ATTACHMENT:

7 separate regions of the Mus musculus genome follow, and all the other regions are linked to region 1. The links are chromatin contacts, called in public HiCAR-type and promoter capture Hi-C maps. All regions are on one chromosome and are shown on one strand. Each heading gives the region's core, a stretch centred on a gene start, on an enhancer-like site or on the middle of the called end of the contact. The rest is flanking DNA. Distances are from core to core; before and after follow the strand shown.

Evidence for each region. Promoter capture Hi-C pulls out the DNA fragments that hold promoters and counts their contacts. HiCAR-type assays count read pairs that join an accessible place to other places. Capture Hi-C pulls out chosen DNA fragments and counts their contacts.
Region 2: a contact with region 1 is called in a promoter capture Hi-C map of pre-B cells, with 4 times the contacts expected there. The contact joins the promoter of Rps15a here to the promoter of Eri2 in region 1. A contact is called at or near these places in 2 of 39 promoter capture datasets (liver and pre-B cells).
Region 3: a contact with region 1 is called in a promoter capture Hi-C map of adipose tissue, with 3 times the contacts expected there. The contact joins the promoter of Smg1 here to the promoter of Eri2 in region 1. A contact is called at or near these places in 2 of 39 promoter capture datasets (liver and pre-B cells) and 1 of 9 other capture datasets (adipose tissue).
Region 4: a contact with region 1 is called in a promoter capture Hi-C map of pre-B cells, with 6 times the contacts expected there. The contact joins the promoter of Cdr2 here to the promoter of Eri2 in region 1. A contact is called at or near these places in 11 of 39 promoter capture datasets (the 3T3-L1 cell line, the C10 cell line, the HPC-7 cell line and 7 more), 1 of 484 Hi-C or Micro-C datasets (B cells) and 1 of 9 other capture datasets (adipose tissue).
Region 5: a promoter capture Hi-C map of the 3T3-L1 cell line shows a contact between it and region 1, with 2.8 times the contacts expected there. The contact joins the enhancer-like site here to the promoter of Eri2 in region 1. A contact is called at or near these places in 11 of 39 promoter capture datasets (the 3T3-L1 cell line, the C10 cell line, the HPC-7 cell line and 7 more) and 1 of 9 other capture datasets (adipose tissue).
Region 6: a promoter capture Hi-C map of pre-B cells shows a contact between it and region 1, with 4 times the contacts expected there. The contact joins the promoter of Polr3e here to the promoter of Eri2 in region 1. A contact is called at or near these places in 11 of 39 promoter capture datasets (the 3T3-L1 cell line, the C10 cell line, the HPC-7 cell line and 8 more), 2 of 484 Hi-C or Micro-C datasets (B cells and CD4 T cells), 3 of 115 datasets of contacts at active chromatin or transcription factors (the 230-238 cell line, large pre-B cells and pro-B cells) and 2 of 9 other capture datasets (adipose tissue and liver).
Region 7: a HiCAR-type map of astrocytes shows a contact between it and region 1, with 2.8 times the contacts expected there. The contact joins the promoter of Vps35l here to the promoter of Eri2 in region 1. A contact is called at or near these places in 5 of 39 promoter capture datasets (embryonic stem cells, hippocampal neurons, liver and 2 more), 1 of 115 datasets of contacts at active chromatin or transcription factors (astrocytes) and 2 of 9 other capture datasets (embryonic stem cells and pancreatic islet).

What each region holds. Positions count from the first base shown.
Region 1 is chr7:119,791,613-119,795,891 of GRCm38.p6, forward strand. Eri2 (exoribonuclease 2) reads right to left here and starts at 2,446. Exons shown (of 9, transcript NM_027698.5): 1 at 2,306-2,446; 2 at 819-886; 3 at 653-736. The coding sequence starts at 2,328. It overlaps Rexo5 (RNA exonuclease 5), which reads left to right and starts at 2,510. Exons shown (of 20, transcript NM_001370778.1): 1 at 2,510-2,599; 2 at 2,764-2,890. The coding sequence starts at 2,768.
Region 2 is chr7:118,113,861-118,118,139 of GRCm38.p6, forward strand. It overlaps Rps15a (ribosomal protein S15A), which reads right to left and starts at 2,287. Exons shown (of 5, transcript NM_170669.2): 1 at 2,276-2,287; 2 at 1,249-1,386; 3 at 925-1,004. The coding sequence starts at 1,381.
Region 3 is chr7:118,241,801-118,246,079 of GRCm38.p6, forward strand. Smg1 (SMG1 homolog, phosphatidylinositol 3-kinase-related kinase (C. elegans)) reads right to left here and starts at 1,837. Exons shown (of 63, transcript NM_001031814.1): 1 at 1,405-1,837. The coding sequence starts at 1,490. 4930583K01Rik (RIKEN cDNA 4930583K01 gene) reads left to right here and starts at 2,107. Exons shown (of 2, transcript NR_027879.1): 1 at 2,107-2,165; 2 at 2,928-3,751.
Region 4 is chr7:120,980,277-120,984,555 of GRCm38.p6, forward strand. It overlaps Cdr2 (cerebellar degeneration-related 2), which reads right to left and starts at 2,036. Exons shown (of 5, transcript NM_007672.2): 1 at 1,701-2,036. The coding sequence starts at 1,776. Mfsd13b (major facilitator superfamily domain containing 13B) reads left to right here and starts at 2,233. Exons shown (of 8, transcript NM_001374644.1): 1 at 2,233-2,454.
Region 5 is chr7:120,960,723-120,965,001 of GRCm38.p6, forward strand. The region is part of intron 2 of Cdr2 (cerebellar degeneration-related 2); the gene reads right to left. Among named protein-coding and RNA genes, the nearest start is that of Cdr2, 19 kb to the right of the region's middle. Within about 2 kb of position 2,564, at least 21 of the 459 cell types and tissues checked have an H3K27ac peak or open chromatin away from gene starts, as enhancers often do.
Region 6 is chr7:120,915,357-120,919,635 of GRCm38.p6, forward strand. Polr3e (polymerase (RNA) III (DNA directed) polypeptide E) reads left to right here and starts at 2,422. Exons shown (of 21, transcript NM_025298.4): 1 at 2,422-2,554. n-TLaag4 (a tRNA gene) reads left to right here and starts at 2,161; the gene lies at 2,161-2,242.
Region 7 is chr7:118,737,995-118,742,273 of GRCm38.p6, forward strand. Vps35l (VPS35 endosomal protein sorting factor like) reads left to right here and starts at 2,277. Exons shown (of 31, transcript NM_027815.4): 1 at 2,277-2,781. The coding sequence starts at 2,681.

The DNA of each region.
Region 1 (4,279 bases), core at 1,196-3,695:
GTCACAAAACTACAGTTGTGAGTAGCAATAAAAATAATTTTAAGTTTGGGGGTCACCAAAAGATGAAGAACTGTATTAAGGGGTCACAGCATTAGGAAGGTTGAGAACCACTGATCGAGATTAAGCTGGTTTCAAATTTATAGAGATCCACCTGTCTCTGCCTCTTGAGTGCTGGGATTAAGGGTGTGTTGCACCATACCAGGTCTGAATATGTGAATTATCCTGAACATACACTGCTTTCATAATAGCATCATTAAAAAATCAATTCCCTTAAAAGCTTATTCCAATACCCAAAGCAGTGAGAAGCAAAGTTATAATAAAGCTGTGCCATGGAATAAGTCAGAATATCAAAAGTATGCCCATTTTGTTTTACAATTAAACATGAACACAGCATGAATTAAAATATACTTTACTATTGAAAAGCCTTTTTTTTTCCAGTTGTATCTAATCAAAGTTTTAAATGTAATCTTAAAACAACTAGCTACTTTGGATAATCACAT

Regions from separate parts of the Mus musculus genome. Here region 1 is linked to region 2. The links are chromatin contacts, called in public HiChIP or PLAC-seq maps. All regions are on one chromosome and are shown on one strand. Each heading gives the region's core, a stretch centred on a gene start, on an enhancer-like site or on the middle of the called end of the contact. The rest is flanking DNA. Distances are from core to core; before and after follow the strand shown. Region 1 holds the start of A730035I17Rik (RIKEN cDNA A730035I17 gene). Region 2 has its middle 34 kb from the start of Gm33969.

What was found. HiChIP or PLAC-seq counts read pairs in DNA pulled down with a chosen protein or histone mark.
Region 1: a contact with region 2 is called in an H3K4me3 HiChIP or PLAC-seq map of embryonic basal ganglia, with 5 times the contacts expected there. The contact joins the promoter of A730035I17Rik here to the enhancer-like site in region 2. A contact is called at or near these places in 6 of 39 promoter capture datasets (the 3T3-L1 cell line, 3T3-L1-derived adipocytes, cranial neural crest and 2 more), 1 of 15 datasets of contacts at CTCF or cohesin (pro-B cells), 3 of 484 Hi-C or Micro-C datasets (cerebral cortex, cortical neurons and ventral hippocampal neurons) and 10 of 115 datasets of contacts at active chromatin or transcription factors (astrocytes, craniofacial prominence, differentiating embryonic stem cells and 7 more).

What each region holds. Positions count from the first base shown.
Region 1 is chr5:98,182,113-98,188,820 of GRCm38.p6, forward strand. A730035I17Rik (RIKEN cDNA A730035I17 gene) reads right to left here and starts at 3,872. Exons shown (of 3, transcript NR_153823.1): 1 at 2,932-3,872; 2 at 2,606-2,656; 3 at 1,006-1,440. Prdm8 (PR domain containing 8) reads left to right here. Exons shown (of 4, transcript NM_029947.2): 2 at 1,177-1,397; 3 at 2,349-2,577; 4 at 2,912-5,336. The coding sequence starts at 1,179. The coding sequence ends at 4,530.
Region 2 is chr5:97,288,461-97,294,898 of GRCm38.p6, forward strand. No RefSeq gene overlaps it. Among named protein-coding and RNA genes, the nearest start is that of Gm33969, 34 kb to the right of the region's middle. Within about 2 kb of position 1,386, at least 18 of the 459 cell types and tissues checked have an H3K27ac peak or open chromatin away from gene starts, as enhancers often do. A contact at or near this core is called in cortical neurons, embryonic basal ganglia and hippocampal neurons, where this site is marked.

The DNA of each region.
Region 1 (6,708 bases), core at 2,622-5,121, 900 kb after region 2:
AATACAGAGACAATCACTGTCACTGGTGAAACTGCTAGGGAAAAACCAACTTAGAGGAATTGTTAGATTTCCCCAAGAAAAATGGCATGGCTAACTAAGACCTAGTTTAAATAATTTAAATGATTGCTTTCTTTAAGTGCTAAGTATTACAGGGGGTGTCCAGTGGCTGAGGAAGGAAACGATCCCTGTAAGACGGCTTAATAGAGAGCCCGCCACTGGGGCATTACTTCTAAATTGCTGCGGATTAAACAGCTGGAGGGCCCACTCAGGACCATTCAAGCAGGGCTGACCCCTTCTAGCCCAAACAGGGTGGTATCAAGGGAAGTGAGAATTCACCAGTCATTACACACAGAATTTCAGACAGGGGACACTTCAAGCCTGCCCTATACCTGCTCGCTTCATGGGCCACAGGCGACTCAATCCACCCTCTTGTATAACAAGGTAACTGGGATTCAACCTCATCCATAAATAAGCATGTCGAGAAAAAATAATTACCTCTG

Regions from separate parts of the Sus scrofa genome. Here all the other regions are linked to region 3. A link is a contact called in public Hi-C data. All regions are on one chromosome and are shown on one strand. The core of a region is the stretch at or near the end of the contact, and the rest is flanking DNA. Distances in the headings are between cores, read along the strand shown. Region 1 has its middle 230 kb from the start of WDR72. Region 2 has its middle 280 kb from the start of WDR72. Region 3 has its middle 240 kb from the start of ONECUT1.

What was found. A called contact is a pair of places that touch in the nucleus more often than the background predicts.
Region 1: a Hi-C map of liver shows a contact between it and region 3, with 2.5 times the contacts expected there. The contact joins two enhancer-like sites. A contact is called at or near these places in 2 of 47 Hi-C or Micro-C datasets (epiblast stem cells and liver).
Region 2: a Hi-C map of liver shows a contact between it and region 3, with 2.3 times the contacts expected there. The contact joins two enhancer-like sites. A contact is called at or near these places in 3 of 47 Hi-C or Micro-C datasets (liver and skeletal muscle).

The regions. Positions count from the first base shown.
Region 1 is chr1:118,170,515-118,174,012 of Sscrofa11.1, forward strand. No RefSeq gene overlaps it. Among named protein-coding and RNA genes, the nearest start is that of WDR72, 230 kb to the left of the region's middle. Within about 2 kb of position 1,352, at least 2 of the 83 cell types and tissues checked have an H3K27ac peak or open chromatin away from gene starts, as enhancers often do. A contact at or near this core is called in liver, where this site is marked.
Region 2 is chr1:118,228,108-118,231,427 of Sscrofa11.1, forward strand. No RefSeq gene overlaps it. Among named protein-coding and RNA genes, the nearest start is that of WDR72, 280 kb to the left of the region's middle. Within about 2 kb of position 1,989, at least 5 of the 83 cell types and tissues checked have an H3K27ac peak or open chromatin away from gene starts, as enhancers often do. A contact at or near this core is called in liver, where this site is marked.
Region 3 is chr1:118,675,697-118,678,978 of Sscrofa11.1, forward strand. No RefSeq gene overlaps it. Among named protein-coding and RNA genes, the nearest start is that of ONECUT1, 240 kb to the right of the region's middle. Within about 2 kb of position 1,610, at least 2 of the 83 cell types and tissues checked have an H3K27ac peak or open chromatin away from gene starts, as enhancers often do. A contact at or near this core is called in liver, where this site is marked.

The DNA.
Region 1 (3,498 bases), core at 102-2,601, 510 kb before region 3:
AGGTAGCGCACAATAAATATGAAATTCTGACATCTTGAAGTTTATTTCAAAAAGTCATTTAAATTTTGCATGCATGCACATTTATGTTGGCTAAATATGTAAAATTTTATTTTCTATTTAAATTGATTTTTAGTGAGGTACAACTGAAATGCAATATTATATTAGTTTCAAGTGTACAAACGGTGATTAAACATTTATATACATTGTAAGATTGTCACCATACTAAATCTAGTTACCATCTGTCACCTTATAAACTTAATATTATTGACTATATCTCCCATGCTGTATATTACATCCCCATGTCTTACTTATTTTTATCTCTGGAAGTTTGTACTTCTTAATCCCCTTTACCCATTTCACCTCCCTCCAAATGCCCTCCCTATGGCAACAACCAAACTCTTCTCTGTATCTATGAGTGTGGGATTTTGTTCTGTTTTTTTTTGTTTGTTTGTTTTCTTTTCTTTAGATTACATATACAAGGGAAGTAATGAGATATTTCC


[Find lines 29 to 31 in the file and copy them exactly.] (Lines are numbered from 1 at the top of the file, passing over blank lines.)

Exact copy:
Regions from separate parts of the Sus scrofa genome. Here all the other regions are linked to region 3. A link is a contact called in public Hi-C data. All regions are on one chromosome and are shown on one strand. The core of a region is the stretch at or near the end of the contact, and the rest is flanking DNA. Distances in the headings are between cores, read along the strand shown. Region 1 has its middle 230 kb from the start of WDR72. Region 2 has its middle 280 kb from the start of WDR72. Region 3 has its middle 240 kb from the start of ONECUT1.

What was found. A called contact is a pair of places that touch in the nucleus more often than the background predicts.
Region 1: a Hi-C map of liver shows a contact between it and region 3, with 2.5 times the contacts expected there. The contact joins two enhancer-like sites. A contact is called at or near these places in 2 of 47 Hi-C or Micro-C datasets (epiblast stem cells and liver).